Wednesday, January 21, 2009

Vessel Documentation

All undocumented vessels equipped with propulsion machinery operating on navigable waters of the U.S., must be registered in the state of principal use. A certificate of number will be issued upon registering the vessel. These numbers must be displayed on your vessel. The owner / operator of a vessel has to carry a valid certificate of number whenever the vessel is in use. When moved to a new state of principal use, the certificate is valid for 60 days. Some states require all vessels to be numbered. Some larger recreational vessels may be documented. The certificate of documentation has to be on board a documented vessel at all times. A document serves as a certificate of nationality and an authorization for a specific trade. A documented vessel is not exempt from applicable state or federal taxes, or is its operator exempt from compliance with federal or state equipment carriage requirements.

Numbers must be painted or permanently attached to each side of the forward half of the vessel. The validation stickers must be affixed within six inches of the registration number. With the exception of the vessel fee decal, no other letters or numbers can be displayed.

The owner of a vessel must notify the agency which issued the certificate of number within 15 days if:
1. The vessel is transferred, destroyed, abandoned, lost, stolen or recovered.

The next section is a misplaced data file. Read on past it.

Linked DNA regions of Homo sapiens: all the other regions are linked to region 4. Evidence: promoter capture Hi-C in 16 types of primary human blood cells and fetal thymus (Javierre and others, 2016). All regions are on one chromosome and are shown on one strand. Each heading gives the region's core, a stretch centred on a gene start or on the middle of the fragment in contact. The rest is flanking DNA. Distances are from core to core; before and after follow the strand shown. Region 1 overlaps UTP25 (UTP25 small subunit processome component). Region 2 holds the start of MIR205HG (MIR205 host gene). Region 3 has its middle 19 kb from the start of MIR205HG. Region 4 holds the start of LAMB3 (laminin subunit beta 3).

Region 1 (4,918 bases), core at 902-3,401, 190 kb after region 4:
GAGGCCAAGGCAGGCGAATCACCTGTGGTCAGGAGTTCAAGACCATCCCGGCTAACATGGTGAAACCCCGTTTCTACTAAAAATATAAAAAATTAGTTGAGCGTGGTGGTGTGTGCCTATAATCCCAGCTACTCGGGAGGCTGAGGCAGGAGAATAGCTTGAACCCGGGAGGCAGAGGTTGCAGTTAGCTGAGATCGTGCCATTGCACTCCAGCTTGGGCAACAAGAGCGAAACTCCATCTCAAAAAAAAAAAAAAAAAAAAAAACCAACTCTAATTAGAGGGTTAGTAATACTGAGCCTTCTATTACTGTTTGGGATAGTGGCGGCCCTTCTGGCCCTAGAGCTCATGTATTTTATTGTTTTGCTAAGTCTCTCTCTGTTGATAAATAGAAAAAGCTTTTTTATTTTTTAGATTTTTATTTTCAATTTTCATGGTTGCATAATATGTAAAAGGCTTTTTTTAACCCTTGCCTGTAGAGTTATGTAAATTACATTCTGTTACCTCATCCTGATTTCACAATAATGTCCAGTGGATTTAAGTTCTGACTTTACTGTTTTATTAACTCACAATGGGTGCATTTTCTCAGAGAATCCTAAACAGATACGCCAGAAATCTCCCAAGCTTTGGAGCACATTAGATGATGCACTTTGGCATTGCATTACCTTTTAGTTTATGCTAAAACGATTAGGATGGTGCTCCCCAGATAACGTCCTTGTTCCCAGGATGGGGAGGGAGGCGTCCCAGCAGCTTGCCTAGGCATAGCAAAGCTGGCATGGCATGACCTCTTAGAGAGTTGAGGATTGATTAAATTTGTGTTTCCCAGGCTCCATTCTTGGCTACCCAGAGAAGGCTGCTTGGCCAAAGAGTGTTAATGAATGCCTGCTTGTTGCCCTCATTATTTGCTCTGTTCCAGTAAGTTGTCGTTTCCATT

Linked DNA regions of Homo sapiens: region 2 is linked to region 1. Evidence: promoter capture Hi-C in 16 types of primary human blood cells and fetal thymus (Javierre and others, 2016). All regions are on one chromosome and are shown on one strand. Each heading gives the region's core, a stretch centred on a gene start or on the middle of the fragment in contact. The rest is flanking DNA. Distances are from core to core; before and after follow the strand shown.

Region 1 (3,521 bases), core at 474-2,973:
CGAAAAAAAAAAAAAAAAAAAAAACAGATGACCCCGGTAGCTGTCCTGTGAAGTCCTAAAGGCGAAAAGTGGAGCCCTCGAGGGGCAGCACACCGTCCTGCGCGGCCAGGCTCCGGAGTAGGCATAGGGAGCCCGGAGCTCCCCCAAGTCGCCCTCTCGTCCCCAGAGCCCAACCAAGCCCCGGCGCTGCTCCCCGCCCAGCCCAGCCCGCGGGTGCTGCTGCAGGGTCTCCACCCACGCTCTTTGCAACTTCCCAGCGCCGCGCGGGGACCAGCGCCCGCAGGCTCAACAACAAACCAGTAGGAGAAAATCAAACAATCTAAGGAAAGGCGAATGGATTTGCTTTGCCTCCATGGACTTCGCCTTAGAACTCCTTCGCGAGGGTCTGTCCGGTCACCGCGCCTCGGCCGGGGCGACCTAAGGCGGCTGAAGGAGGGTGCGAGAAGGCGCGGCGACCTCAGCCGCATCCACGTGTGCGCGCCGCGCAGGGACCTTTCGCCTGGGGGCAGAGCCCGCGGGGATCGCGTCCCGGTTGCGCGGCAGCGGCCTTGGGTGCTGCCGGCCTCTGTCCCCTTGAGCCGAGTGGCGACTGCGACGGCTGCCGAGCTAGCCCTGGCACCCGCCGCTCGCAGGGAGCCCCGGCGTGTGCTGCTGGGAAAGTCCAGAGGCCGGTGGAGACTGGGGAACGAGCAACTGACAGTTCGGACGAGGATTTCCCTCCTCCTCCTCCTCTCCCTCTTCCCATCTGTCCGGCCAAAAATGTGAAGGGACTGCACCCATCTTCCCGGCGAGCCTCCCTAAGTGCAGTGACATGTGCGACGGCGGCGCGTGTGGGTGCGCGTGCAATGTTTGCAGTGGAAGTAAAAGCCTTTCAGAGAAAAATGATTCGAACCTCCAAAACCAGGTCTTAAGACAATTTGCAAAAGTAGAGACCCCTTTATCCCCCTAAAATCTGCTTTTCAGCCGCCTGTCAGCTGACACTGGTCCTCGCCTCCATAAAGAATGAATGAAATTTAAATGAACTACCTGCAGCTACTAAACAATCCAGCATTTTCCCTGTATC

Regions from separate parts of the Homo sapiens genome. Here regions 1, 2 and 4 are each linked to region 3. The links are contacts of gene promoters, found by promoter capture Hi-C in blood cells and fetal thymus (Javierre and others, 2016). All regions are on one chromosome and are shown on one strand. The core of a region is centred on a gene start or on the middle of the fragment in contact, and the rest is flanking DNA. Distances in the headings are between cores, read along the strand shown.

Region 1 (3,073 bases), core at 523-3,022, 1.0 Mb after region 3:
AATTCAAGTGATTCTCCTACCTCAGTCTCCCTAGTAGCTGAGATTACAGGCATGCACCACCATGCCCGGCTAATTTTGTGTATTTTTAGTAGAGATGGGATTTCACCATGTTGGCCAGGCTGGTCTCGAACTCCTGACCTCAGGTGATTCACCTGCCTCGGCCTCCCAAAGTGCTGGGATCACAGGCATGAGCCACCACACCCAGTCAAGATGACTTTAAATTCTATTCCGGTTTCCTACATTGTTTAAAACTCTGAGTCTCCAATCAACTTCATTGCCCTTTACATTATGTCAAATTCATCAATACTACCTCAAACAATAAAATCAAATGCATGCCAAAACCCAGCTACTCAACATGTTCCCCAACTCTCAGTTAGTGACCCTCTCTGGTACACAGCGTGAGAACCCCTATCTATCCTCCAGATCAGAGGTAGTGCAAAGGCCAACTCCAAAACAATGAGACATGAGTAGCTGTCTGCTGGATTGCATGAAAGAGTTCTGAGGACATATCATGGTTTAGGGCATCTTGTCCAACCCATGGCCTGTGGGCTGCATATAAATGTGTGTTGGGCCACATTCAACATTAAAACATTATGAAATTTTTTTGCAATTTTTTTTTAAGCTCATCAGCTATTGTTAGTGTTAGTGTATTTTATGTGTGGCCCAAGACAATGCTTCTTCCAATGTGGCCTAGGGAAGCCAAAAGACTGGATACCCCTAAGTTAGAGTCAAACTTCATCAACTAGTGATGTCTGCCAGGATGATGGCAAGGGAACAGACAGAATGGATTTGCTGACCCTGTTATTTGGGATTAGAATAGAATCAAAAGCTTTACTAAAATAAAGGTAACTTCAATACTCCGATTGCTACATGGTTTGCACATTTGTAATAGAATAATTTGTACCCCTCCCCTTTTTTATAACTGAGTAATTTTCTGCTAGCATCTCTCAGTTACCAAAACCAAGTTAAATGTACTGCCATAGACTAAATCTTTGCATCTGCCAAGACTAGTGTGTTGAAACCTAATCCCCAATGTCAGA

2. The certificate of number is lost, destroyed or the owner's address changes. If the certificate of number becomes invalid for any reason, it must be surrendered in the manner prescribed to the issuing authority within 15 days. A documented vessel must have the name of the vessel and hailing port plainly marked on the exterior part of the hull in clearly legible letters not less than 4 inches in height. In addition, the documented vessel must have the "Official Number" permanently affixed in block type, Arabic numerals, not less than 3 inches in height on some clearly visible structural part of the boat.

With a few exceptions, all commercial vessels of 5 or more net tons, which are used on the navigable waters of the U.S., must be documented. A commercial vessel of 5 or more net tons engaged in foreign trade is eligible, but not required, to be documented. A recreational boat may (at the option of the owner) also be documented if it is 5 or more net tons. The Certificate of Documentation is issued by the Coast Guard. There are advantages and disadvantages to documenting your vessel. The main benefit of documentation versus numbering is that a documented vessel may be the subject of a Preferred Ship Mortgage under the Ship Mortgage Act of 1920.

This means that lending institutions regard a documented vessel as a more secure form of collateral. For larger and more expensive boats, it may be easier to obtain bank financing if the boat is documented rather than numbered. Another benefit is that the certificate of documentation may make customs entry and clearance easier in foreign ports. The document is treated as a form of national registration that clearly identifies the nationality of the vessel. The main disadvantage of documenting rather than numbering is the higher cost. The numbering fee varies from State to State. In addition, documented vessels are not exempt from State or local taxes, or other boating fees. You can get information on documenting a vessel by contacting the U. S. Coast Guard Vessel Documentation Office at (800) 799-8362.